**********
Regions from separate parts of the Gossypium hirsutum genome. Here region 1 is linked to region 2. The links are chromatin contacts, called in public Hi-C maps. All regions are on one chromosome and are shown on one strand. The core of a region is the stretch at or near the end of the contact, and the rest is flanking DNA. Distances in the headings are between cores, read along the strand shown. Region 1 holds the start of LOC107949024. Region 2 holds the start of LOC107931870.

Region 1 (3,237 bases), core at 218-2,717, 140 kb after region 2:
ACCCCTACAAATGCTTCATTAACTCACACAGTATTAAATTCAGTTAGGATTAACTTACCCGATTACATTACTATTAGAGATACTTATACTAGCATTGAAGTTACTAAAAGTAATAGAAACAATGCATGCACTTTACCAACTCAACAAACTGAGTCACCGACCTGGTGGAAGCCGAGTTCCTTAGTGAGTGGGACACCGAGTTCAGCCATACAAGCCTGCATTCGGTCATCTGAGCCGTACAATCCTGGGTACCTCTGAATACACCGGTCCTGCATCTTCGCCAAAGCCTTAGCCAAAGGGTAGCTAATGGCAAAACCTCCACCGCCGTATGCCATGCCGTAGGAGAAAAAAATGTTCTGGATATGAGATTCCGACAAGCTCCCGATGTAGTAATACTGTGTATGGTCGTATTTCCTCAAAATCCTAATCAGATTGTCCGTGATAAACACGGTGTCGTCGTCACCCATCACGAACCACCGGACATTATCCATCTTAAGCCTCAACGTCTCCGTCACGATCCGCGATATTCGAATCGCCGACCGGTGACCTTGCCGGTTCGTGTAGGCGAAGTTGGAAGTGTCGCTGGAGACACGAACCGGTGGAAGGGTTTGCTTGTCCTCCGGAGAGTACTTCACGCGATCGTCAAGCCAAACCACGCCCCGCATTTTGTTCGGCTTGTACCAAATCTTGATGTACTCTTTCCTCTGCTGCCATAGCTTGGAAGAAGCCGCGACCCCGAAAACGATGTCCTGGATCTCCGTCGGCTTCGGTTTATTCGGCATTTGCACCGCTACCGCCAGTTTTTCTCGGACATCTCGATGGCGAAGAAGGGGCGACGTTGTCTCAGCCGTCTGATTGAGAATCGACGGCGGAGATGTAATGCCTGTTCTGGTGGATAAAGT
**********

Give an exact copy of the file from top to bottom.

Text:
Regions from separate parts of the Gossypium hirsutum genome. Here region 1 is linked to region 2. The links are chromatin contacts, called in public Hi-C maps. All regions are on one chromosome and are shown on one strand. The core of a region is the stretch at or near the end of the contact, and the rest is flanking DNA. Distances in the headings are between cores, read along the strand shown. Region 1 holds the start of LOC107949024. Region 2 holds the start of LOC107931870.

Region 1 (3,237 bases), core at 218-2,717, 140 kb after region 2:
ACCCCTACAAATGCTTCATTAACTCACACAGTATTAAATTCAGTTAGGATTAACTTACCCGATTACATTACTATTAGAGATACTTATACTAGCATTGAAGTTACTAAAAGTAATAGAAACAATGCATGCACTTTACCAACTCAACAAACTGAGTCACCGACCTGGTGGAAGCCGAGTTCCTTAGTGAGTGGGACACCGAGTTCAGCCATACAAGCCTGCATTCGGTCATCTGAGCCGTACAATCCTGGGTACCTCTGAATACACCGGTCCTGCATCTTCGCCAAAGCCTTAGCCAAAGGGTAGCTAATGGCAAAACCTCCACCGCCGTATGCCATGCCGTAGGAGAAAAAAATGTTCTGGATATGAGATTCCGACAAGCTCCCGATGTAGTAATACTGTGTATGGTCGTATTTCCTCAAAATCCTAATCAGATTGTCCGTGATAAACACGGTGTCGTCGTCACCCATCACGAACCACCGGACATTATCCATCTTAAGCCTCAACGTCTCCGTCACGATCCGCGATATTCGAATCGCCGACCGGTGACCTTGCCGGTTCGTGTAGGCGAAGTTGGAAGTGTCGCTGGAGACACGAACCGGTGGAAGGGTTTGCTTGTCCTCCGGAGAGTACTTCACGCGATCGTCAAGCCAAACCACGCCCCGCATTTTGTTCGGCTTGTACCAAATCTTGATGTACTCTTTCCTCTGCTGCCATAGCTTGGAAGAAGCCGCGACCCCGAAAACGATGTCCTGGATCTCCGTCGGCTTCGGTTTATTCGGCATTTGCACCGCTACCGCCAGTTTTTCTCGGACATCTCGATGGCGAAGAAGGGGCGACGTTGTCTCAGCCGTCTGATTGAGAATCGACGGCGGAGATGTAATGCCTGTTCTGGTGGATAAAGT